Jonathon, don't think for a minute that financial peace does not refer to gaining wealth, that's precisely what it means. It is indirectly related to marriage/family/relationships because it requires the cooperation of all to get there, and having wealth eliminates the friction related to financial woes. Wealth means that when a loved one needs medical help he/she can't afford, you have the financial means to be able to provide that help. Wealth means that if one partner becomes ill or disabled, a huge financial burden isn't placed on the other partner. Likewise if one partner loses his/her job. Wealth is not having to worry about how one will live in old age, how meds will be paid for, how entertainment will be afforded for that long sought after free time in the golden years.

If you don't understand that your financial moves now are an act to get to the point of financial peace (yes, wealth), then unfortunately you may never get there.

Getting back to Dave Ramsey, what do you think he means when he says "Live like no one else, so later you can... live like no one else"? He's talking about reaping the financial freedom of the years of deprivation that it may take to get to the point where you really don't need to think about money anymore, a time when you can loosen those purse strings and enjoy travel, entertainment, whatever your heart desires. It is NOT to deny yourself material goods and luxury your entire time on this earth. Ramsey himself drives a luxury car, and that's ok because he can afford it, he is wealthy.

Jonathan said...

Anonymous - Maybe you didn't read some of the things I said -

"There is absolutely nothing wrong with having money, in fact, these plans help you accumulate savings and set you up to have much more money in the future..."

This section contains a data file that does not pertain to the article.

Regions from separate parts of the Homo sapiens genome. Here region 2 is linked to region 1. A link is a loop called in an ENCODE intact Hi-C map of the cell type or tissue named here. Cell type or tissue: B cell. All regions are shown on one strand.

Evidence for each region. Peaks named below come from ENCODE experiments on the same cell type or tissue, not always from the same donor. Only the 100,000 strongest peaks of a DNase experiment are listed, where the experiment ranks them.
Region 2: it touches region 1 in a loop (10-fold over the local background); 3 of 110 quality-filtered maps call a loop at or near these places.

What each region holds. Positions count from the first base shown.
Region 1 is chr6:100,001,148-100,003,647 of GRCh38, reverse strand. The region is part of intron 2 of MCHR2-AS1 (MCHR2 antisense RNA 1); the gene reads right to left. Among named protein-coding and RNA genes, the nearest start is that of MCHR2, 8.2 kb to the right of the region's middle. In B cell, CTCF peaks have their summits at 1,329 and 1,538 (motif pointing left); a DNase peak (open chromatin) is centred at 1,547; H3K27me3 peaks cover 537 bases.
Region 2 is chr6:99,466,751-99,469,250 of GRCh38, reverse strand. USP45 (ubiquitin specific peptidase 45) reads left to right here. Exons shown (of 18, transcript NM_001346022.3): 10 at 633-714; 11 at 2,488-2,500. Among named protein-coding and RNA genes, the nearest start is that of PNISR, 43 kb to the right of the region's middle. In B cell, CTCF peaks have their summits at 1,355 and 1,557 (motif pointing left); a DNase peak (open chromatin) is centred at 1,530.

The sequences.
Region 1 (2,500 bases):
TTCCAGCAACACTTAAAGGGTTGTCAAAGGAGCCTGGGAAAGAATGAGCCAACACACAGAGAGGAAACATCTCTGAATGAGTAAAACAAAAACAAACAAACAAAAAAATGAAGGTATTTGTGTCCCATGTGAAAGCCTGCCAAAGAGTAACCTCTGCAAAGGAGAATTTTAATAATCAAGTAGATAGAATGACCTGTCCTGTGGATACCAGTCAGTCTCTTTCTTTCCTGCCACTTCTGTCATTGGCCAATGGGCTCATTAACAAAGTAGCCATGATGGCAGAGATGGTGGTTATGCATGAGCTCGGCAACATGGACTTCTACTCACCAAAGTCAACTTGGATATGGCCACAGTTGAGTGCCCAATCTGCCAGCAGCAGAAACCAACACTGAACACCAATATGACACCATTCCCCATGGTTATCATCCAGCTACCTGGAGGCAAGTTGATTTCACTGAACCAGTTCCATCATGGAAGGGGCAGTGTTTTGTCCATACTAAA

I'm not a money hater, and I don't have any desire to deprive myself or my family intentionally because of some moral imperative. Quite the opposite, I'm trying to set myself up to be more secure financially in the future.

Wealth and Financial Peace are not synonymous. Like I said before, I've known some wealthy people that stressed about money 24/7. That's not appealing to me... and that's why wealth is not my goal... Financial peace is.

Again, I'm talking about paying off debt, and trying to live debt-free. I don't see how you can tell me that's a bad idea?

Would you be happier if I financed a Mercedes for myself this Christmas?


Jonathan said...

Oh and when I say "more financially secure in the future", I mean "have more money", if that's easier to understand.

Of course my decisions now affect how well-off I'll be down the road - That's exactly what I'm talking about!

Anonymous said...

"Again, I'm talking about paying off debt, and trying to live debt-free. I don't see how you can tell me that's a bad idea?"

It's interesting that you interpreted something I said as indicating I felt it was a bad idea to live debt-free. That's not the case. My original message to you was to be careful with your FICO score, it IS important, despite what Dave Ramsey says. You do not have to be or stay in debt to have a good FICO score, and it affects the price and availability of several relatively high ticket things in our lives.

I absolutely agree that if one has problems buying too much 'stuff' with a credit card, then a credit card is not a good idea. But once over the hurdle of becoming debt-free, it's important to treat the core problem, not a symptom. That means to get at the root of why the person was spending more than he/she has coming in. Is it that that person feels insecure and needs to try to keep up with what friends/family are buying? If so, what's the source of that insecurity, and what can the person do to enrich their lives so that they don't feel 'less than'? Maybe a little philanthropy? Training? New skills/experiences?